Why Herd Immunity From COVID Is ‘Mythical’ With Delta Variant

Updated: Aug 25, 2021

Here’s Why Herd Immunity From COVID Is ‘Mythical’ With the Delta Variant

CNBC reported:


Key Points:

  • Achieving herd immunity with COVID vaccines when the highly infectious Delta variant is spreading is “not a possibility,” a leading epidemiologist said.

  • Herd immunity is achieved when a majority of people in a population are immune to a virus or disease. It’s achieved through vaccination or natural infection, leading to reduced transmission.

  • Sir Andrew Pollard, head of the Oxford Vaccine Group, described the idea of achieving herd immunity as “mythical.”


Experts agree on several reasons why such a goal — where overall immunity in a population is reached and the spread of the virus is stopped — is not likely.


Sir Andrew Pollard, head of the Oxford Vaccine Group, told British lawmakers Tuesday that as Covid vaccines did not stop the spread of the virus entirely — with vaccinated people still able to be infected and transmit the virus — the idea of achieving herd immunity was “mythical.”


“I think we are in a situation here with this current variant where herd immunity is not a possibility because it still infects vaccinated individuals,” said Pollard, one of the lead researchers in the creation of the AstraZeneca-University of Oxford vaccine.


“And that does mean that anyone who’s still unvaccinated, at some point, will meet the virus. That might not be this month or next month, it might be next year, but at some point they will meet the virus and we don’t have anything that will stop that transmission.”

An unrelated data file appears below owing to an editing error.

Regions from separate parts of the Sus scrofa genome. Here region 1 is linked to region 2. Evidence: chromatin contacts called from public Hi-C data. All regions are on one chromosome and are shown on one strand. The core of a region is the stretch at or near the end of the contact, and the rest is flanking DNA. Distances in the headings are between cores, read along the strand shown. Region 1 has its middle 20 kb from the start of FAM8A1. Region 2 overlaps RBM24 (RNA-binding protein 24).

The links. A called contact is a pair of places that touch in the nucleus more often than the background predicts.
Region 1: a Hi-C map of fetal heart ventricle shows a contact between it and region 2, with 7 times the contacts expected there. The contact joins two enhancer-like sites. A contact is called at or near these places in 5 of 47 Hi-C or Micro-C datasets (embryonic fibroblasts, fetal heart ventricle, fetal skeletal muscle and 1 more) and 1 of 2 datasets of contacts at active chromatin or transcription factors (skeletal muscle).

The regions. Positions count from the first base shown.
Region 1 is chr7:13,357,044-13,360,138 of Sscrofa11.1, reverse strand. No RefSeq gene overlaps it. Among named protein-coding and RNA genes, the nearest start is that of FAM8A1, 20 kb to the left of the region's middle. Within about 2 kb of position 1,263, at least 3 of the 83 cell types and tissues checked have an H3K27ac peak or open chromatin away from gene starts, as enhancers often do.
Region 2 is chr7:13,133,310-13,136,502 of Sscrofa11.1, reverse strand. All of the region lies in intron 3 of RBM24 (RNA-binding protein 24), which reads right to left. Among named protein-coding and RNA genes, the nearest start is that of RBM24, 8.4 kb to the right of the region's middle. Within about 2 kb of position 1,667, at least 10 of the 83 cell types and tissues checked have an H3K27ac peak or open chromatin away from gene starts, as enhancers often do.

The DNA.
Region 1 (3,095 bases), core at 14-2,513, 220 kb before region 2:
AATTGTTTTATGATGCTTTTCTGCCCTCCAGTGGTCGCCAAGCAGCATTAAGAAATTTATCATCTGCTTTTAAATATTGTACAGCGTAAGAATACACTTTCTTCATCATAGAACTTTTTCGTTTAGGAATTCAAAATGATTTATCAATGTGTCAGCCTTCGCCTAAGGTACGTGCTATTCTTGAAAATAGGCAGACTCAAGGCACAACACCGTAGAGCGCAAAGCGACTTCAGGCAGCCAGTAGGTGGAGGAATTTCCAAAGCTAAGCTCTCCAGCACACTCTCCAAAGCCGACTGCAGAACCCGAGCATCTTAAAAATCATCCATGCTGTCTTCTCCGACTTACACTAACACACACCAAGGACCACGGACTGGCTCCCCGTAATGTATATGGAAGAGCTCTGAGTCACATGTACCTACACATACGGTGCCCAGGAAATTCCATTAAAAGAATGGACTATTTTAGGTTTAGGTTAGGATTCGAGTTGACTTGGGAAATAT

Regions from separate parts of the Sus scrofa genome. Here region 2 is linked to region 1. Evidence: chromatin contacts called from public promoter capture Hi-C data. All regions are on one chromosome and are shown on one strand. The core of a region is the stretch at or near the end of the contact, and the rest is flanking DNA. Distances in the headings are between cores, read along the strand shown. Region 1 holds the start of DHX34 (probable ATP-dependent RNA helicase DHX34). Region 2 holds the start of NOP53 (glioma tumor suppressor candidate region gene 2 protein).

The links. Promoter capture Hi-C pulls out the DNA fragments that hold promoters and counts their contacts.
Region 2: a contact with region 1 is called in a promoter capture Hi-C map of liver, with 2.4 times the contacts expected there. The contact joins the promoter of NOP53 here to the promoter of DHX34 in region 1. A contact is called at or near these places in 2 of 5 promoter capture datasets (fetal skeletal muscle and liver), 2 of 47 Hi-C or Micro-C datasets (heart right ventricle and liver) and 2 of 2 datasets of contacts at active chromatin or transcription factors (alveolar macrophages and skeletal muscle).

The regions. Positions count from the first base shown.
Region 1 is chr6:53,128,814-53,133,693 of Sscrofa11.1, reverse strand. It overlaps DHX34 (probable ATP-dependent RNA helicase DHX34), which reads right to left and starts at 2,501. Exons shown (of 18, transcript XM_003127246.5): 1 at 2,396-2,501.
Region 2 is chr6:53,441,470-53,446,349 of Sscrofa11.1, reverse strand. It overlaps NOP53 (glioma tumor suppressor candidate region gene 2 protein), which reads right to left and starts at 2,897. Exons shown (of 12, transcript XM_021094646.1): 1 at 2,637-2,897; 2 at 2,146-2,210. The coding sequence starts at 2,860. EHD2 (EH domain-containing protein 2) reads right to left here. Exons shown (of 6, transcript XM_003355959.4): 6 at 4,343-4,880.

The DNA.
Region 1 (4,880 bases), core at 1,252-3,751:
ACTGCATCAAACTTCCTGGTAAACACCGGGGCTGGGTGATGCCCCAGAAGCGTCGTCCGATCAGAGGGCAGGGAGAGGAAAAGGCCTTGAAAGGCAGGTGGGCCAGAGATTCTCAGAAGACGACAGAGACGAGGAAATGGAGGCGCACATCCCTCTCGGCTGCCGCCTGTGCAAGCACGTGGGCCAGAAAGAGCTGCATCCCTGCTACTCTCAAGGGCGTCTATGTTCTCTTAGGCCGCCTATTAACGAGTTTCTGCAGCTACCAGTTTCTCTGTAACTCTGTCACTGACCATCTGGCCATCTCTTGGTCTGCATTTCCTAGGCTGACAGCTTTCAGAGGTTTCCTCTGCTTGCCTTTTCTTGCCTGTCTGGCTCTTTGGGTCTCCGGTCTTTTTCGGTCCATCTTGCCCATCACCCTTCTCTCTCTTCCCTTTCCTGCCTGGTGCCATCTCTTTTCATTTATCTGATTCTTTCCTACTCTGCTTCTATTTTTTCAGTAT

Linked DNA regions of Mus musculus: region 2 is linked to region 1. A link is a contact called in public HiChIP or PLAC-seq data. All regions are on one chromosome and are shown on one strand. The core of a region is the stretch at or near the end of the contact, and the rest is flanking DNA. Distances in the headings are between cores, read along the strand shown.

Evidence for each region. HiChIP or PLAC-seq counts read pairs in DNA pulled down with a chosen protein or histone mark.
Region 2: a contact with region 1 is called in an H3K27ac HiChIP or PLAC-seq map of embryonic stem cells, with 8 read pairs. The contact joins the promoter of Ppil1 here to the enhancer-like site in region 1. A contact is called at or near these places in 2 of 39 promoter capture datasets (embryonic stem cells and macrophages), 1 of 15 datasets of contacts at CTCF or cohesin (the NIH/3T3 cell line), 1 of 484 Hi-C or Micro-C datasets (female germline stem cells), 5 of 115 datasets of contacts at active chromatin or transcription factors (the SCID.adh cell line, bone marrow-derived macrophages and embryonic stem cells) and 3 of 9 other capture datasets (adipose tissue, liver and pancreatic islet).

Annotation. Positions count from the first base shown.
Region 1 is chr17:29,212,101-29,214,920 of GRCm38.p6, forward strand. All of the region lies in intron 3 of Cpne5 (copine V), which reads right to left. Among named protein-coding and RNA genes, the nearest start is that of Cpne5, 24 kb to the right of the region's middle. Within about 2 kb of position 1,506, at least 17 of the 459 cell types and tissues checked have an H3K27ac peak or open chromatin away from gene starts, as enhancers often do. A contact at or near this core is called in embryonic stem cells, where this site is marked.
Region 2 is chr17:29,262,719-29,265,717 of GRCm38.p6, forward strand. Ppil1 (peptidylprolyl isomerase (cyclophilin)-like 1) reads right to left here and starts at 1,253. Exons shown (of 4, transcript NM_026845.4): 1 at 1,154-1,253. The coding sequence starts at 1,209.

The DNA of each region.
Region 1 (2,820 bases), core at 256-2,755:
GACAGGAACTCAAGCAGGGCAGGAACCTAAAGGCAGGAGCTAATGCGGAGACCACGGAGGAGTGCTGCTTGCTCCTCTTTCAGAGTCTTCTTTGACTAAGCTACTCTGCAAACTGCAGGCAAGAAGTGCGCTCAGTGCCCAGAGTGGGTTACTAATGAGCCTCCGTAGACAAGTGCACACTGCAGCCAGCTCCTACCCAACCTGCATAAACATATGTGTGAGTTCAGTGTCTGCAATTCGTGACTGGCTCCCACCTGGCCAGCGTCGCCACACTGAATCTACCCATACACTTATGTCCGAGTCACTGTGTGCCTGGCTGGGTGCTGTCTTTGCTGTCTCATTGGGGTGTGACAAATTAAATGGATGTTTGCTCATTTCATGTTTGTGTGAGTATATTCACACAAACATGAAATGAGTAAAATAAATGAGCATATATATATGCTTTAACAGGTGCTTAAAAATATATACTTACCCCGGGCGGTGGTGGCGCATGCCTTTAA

What is herd immunity?

Put simply, herd immunity relates to the idea that a high level of immunity to a virus in a population can be achieved by both natural infection (through the forming of antibodies when the body fights a virus) and by vaccination.

The latter method is preferred as vaccines overwhelmingly create immunity without causing illness or adverse health complications, unlike the natural infection route. The antibodies procured by natural infection and vaccination usually protect against future infection. If enough people in a population are immune this leads to lower rates of prevalence of disease or viruses in a community. If a virus has less opportunity to spread and infect, it can be greatly controlled or even eradicated.

With herd immunity, those who are not vaccinated (whether through choice or because they cannot be immunized at a given point — newborn babies, for example) are protected by the overall level of immunity present in a population.

Mass, successful vaccination programs have meant deadly, contagious viruses and diseases such as polio, tuberculosis and measles have been largely eradicated in parts of the world or greatly suppressed by vaccination programs and the herd immunity they foster.




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